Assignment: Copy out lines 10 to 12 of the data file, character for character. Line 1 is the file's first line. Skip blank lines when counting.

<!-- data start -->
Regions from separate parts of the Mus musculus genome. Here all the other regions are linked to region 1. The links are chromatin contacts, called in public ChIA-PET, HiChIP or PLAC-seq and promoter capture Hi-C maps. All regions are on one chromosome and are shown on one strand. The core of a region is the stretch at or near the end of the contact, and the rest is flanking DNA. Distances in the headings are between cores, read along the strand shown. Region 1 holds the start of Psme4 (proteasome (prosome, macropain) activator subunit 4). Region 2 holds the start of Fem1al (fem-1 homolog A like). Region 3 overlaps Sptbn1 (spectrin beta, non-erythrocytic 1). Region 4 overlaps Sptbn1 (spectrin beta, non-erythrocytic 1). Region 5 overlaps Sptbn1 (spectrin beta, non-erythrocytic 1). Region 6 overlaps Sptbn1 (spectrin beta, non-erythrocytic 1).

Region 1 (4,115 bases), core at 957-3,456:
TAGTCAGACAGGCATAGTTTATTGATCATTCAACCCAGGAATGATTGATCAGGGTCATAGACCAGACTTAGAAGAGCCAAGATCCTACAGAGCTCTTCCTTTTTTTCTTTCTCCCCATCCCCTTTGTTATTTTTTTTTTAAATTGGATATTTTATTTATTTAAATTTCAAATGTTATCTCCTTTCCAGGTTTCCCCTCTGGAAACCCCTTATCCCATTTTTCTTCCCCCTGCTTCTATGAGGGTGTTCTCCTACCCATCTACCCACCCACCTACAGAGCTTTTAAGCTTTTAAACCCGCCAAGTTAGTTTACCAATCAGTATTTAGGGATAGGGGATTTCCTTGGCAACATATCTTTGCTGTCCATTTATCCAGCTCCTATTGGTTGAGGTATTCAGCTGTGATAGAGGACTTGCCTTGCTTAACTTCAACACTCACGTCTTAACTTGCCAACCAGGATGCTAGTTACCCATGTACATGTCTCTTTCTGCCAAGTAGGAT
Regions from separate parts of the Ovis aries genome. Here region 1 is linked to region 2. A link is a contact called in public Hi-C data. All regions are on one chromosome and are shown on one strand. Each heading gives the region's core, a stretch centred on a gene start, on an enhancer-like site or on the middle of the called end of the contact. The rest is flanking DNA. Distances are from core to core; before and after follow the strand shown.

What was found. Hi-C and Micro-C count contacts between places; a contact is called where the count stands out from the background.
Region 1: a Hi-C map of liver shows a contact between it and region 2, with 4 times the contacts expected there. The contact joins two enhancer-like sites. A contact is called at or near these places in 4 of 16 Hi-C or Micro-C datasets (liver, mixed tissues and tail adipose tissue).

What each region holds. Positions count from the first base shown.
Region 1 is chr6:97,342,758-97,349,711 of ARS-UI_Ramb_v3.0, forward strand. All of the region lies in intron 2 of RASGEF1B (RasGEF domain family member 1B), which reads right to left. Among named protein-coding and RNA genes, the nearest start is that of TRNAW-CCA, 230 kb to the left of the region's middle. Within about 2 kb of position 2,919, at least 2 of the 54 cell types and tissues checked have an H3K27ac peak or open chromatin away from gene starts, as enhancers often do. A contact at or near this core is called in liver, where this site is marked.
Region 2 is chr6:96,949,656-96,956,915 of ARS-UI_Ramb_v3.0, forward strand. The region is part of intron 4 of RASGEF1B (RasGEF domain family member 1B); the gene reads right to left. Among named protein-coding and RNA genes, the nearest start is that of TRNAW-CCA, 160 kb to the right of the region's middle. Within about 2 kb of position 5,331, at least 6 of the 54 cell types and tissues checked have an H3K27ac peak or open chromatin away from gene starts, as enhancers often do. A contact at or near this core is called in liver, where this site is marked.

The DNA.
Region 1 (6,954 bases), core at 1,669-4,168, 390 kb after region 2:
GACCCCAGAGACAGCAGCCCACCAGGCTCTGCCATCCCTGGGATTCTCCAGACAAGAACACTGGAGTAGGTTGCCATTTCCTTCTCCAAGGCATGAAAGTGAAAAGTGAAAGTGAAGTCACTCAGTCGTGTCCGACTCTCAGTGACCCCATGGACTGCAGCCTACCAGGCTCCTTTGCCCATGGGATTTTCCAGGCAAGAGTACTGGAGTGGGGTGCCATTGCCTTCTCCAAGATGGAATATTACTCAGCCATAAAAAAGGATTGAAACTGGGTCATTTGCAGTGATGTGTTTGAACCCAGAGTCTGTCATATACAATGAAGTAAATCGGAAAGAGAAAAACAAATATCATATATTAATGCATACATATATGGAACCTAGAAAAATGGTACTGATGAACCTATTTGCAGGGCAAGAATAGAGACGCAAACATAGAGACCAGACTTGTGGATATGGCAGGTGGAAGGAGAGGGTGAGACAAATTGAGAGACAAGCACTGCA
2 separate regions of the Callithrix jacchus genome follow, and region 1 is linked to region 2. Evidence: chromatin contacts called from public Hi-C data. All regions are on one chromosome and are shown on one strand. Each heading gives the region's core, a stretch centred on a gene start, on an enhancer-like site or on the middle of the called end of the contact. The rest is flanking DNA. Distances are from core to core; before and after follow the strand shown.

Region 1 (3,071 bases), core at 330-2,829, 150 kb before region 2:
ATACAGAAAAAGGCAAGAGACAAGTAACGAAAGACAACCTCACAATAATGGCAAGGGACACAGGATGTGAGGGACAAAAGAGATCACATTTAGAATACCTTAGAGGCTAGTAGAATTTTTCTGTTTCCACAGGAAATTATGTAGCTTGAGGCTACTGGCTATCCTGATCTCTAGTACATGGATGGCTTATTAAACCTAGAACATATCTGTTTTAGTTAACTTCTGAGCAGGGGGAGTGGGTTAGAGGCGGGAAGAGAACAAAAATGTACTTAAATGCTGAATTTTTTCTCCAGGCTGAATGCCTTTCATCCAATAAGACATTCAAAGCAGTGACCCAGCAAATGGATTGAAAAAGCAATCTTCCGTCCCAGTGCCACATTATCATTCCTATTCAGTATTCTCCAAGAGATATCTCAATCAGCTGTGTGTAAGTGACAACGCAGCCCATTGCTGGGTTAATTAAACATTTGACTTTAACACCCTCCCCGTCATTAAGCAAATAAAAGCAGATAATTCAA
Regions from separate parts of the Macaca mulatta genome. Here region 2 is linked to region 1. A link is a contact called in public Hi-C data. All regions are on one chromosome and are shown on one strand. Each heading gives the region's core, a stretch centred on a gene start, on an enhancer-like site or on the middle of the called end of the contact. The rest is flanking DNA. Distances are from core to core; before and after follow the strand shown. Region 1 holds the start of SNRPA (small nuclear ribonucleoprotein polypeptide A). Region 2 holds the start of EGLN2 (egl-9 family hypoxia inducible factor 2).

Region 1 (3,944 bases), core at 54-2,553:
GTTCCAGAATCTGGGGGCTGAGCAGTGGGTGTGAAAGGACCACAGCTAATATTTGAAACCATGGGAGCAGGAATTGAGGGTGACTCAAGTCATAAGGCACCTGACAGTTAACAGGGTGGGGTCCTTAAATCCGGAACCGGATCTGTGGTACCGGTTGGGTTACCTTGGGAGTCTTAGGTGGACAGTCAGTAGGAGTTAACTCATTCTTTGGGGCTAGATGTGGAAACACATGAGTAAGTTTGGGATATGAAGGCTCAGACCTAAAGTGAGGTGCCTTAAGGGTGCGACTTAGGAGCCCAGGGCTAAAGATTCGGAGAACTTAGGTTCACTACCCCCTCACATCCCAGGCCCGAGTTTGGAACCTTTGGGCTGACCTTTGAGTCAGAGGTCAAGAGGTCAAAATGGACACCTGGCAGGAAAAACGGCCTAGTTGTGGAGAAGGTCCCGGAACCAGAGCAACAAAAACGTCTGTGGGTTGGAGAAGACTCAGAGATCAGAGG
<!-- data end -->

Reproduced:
The DNA.
Region 1 (6,954 bases), core at 1,669-4,168, 390 kb after region 2:
GACCCCAGAGACAGCAGCCCACCAGGCTCTGCCATCCCTGGGATTCTCCAGACAAGAACACTGGAGTAGGTTGCCATTTCCTTCTCCAAGGCATGAAAGTGAAAAGTGAAAGTGAAGTCACTCAGTCGTGTCCGACTCTCAGTGACCCCATGGACTGCAGCCTACCAGGCTCCTTTGCCCATGGGATTTTCCAGGCAAGAGTACTGGAGTGGGGTGCCATTGCCTTCTCCAAGATGGAATATTACTCAGCCATAAAAAAGGATTGAAACTGGGTCATTTGCAGTGATGTGTTTGAACCCAGAGTCTGTCATATACAATGAAGTAAATCGGAAAGAGAAAAACAAATATCATATATTAATGCATACATATATGGAACCTAGAAAAATGGTACTGATGAACCTATTTGCAGGGCAAGAATAGAGACGCAAACATAGAGACCAGACTTGTGGATATGGCAGGTGGAAGGAGAGGGTGAGACAAATTGAGAGACAAGCACTGCA